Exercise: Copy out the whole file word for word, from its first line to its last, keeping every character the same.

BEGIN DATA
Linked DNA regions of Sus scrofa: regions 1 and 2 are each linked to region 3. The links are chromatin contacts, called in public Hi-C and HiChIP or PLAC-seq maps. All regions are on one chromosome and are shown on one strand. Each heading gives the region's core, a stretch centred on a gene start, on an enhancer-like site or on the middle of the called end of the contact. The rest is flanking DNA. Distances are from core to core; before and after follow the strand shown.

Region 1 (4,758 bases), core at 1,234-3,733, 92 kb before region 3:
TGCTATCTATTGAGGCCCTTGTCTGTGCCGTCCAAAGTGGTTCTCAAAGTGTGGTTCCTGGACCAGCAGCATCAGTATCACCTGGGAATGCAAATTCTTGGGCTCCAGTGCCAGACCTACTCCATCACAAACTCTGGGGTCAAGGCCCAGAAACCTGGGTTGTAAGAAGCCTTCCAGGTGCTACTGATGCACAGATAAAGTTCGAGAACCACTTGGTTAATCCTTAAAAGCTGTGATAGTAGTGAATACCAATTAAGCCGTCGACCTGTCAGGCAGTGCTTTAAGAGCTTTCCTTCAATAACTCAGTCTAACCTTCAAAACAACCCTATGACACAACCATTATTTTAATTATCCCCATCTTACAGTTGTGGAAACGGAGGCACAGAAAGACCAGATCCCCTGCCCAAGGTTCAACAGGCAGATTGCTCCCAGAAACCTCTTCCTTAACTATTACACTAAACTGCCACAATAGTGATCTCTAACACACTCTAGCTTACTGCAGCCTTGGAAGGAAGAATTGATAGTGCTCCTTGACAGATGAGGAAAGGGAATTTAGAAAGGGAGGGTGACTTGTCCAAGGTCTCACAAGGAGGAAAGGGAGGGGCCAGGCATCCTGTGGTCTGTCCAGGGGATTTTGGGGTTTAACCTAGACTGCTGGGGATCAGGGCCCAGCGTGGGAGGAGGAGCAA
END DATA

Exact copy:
Linked DNA regions of Sus scrofa: regions 1 and 2 are each linked to region 3. The links are chromatin contacts, called in public Hi-C and HiChIP or PLAC-seq maps. All regions are on one chromosome and are shown on one strand. Each heading gives the region's core, a stretch centred on a gene start, on an enhancer-like site or on the middle of the called end of the contact. The rest is flanking DNA. Distances are from core to core; before and after follow the strand shown.

Region 1 (4,758 bases), core at 1,234-3,733, 92 kb before region 3:
TGCTATCTATTGAGGCCCTTGTCTGTGCCGTCCAAAGTGGTTCTCAAAGTGTGGTTCCTGGACCAGCAGCATCAGTATCACCTGGGAATGCAAATTCTTGGGCTCCAGTGCCAGACCTACTCCATCACAAACTCTGGGGTCAAGGCCCAGAAACCTGGGTTGTAAGAAGCCTTCCAGGTGCTACTGATGCACAGATAAAGTTCGAGAACCACTTGGTTAATCCTTAAAAGCTGTGATAGTAGTGAATACCAATTAAGCCGTCGACCTGTCAGGCAGTGCTTTAAGAGCTTTCCTTCAATAACTCAGTCTAACCTTCAAAACAACCCTATGACACAACCATTATTTTAATTATCCCCATCTTACAGTTGTGGAAACGGAGGCACAGAAAGACCAGATCCCCTGCCCAAGGTTCAACAGGCAGATTGCTCCCAGAAACCTCTTCCTTAACTATTACACTAAACTGCCACAATAGTGATCTCTAACACACTCTAGCTTACTGCAGCCTTGGAAGGAAGAATTGATAGTGCTCCTTGACAGATGAGGAAAGGGAATTTAGAAAGGGAGGGTGACTTGTCCAAGGTCTCACAAGGAGGAAAGGGAGGGGCCAGGCATCCTGTGGTCTGTCCAGGGGATTTTGGGGTTTAACCTAGACTGCTGGGGATCAGGGCCCAGCGTGGGAGGAGGAGCAA